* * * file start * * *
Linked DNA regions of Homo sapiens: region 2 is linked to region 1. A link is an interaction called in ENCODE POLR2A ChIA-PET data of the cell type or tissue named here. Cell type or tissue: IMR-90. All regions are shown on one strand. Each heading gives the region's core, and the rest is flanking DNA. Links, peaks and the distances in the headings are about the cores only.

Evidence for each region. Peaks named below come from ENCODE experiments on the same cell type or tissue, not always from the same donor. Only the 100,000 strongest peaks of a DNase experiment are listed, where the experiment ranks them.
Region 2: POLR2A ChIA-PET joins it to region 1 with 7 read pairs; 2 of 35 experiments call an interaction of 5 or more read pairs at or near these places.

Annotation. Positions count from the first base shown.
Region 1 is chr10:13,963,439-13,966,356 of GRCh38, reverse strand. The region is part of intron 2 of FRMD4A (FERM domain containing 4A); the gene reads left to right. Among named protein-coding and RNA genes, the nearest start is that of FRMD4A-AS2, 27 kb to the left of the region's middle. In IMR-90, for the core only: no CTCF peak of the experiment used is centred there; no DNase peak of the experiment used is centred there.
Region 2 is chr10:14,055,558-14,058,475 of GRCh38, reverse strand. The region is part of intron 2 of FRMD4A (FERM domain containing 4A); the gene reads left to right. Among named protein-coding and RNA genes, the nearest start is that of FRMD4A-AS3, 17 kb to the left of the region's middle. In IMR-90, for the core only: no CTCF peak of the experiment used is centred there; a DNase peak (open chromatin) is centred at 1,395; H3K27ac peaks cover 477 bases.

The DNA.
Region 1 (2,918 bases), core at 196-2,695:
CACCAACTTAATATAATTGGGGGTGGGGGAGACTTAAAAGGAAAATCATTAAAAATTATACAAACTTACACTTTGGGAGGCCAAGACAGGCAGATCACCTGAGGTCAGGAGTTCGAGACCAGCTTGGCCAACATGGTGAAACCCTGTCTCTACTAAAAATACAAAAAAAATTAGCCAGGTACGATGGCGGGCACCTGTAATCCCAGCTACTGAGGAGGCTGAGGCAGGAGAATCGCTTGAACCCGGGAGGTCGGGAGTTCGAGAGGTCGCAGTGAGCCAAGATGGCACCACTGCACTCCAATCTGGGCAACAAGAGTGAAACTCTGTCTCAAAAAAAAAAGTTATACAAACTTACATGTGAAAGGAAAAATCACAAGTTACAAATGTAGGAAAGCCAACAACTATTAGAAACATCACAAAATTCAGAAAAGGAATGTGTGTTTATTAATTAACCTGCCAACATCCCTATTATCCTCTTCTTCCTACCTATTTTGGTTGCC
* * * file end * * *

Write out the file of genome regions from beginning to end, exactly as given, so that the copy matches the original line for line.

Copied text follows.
Linked DNA regions of Homo sapiens: region 2 is linked to region 1. A link is an interaction called in ENCODE POLR2A ChIA-PET data of the cell type or tissue named here. Cell type or tissue: IMR-90. All regions are shown on one strand. Each heading gives the region's core, and the rest is flanking DNA. Links, peaks and the distances in the headings are about the cores only.

Evidence for each region. Peaks named below come from ENCODE experiments on the same cell type or tissue, not always from the same donor. Only the 100,000 strongest peaks of a DNase experiment are listed, where the experiment ranks them.
Region 2: POLR2A ChIA-PET joins it to region 1 with 7 read pairs; 2 of 35 experiments call an interaction of 5 or more read pairs at or near these places.

Annotation. Positions count from the first base shown.
Region 1 is chr10:13,963,439-13,966,356 of GRCh38, reverse strand. The region is part of intron 2 of FRMD4A (FERM domain containing 4A); the gene reads left to right. Among named protein-coding and RNA genes, the nearest start is that of FRMD4A-AS2, 27 kb to the left of the region's middle. In IMR-90, for the core only: no CTCF peak of the experiment used is centred there; no DNase peak of the experiment used is centred there.
Region 2 is chr10:14,055,558-14,058,475 of GRCh38, reverse strand. The region is part of intron 2 of FRMD4A (FERM domain containing 4A); the gene reads left to right. Among named protein-coding and RNA genes, the nearest start is that of FRMD4A-AS3, 17 kb to the left of the region's middle. In IMR-90, for the core only: no CTCF peak of the experiment used is centred there; a DNase peak (open chromatin) is centred at 1,395; H3K27ac peaks cover 477 bases.

The DNA.
Region 1 (2,918 bases), core at 196-2,695:
CACCAACTTAATATAATTGGGGGTGGGGGAGACTTAAAAGGAAAATCATTAAAAATTATACAAACTTACACTTTGGGAGGCCAAGACAGGCAGATCACCTGAGGTCAGGAGTTCGAGACCAGCTTGGCCAACATGGTGAAACCCTGTCTCTACTAAAAATACAAAAAAAATTAGCCAGGTACGATGGCGGGCACCTGTAATCCCAGCTACTGAGGAGGCTGAGGCAGGAGAATCGCTTGAACCCGGGAGGTCGGGAGTTCGAGAGGTCGCAGTGAGCCAAGATGGCACCACTGCACTCCAATCTGGGCAACAAGAGTGAAACTCTGTCTCAAAAAAAAAAGTTATACAAACTTACATGTGAAAGGAAAAATCACAAGTTACAAATGTAGGAAAGCCAACAACTATTAGAAACATCACAAAATTCAGAAAAGGAATGTGTGTTTATTAATTAACCTGCCAACATCCCTATTATCCTCTTCTTCCTACCTATTTTGGTTGCC